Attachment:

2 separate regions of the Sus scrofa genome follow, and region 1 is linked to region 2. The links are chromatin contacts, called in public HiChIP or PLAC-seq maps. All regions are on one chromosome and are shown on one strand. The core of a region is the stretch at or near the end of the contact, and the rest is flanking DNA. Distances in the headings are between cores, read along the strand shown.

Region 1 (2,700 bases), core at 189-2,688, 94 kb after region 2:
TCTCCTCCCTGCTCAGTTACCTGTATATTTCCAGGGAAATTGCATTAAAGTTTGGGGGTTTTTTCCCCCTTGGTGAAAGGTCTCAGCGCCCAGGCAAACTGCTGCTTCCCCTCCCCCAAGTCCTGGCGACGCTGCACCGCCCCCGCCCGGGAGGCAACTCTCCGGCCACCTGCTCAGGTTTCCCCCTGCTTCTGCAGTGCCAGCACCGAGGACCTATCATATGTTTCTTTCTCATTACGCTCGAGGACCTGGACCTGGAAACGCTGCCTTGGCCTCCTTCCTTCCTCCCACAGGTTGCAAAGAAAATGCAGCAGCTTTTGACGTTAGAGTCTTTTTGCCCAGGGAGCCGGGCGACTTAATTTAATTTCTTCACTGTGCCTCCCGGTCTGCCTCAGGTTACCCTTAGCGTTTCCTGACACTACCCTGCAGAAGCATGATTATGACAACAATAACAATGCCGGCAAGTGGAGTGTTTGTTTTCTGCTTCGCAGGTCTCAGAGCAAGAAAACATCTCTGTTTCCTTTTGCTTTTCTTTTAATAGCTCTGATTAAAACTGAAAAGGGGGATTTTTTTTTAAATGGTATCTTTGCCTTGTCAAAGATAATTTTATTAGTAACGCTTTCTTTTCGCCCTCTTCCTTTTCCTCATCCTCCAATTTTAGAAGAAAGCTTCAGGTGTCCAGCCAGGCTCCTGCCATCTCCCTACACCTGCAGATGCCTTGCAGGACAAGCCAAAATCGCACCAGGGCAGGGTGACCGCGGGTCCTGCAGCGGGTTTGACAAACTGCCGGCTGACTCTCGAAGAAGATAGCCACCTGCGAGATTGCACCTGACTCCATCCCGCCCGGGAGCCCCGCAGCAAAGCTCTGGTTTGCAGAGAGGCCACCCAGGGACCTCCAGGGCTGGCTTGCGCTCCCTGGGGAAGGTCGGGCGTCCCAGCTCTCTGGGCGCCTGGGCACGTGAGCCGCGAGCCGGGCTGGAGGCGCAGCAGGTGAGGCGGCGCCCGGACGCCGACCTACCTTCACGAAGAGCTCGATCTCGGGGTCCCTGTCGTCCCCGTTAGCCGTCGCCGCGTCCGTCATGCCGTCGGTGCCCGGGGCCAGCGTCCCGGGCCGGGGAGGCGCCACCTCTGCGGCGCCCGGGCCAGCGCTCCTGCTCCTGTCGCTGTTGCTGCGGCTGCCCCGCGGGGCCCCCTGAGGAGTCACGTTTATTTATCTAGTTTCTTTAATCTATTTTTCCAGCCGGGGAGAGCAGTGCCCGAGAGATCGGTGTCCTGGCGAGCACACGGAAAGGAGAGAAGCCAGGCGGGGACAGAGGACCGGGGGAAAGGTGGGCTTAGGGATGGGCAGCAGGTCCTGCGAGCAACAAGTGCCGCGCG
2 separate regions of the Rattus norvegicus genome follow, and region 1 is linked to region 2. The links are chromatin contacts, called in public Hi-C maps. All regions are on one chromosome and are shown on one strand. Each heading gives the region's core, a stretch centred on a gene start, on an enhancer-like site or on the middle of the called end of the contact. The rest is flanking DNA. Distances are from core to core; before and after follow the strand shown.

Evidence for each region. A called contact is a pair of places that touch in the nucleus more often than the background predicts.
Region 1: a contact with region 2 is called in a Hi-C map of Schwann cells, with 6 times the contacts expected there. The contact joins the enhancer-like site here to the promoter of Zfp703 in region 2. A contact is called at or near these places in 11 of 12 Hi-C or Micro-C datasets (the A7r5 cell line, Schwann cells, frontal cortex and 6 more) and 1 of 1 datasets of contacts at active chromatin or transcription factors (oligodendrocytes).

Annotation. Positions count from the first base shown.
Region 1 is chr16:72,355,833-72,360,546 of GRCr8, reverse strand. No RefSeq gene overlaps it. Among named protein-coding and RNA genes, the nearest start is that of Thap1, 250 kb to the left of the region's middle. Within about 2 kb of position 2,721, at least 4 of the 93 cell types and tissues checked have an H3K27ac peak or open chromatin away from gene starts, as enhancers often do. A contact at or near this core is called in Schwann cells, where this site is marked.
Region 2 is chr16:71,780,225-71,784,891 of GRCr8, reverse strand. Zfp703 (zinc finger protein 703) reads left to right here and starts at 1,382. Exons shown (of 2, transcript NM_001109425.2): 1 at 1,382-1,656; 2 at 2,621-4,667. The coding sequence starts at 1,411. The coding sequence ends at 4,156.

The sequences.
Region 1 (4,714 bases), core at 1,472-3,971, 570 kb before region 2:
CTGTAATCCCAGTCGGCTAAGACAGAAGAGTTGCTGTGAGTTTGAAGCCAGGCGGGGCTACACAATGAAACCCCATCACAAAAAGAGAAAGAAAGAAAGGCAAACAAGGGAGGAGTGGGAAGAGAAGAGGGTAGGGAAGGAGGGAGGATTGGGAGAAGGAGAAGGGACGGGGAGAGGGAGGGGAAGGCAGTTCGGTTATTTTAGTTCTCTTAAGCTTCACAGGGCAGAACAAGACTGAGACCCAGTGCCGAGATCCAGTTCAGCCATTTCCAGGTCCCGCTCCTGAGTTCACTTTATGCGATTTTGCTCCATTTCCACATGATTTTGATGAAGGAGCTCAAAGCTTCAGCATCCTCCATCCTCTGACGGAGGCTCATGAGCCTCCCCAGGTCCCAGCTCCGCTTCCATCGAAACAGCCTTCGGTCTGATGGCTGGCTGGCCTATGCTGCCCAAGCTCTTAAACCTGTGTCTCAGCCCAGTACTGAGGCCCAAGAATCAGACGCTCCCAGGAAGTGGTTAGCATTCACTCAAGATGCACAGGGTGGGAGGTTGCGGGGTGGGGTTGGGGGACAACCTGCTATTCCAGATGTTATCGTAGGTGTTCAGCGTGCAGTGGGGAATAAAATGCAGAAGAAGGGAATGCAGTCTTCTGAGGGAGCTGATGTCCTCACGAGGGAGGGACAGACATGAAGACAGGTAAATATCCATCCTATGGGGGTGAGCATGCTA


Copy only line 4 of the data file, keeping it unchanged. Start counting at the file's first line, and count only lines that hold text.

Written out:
2 separate regions of the Rattus norvegicus genome follow, and region 1 is linked to region 2. The links are chromatin contacts, called in public Hi-C maps. All regions are on one chromosome and are shown on one strand. Each heading gives the region's core, a stretch centred on a gene start, on an enhancer-like site or on the middle of the called end of the contact. The rest is flanking DNA. Distances are from core to core; before and after follow the strand shown.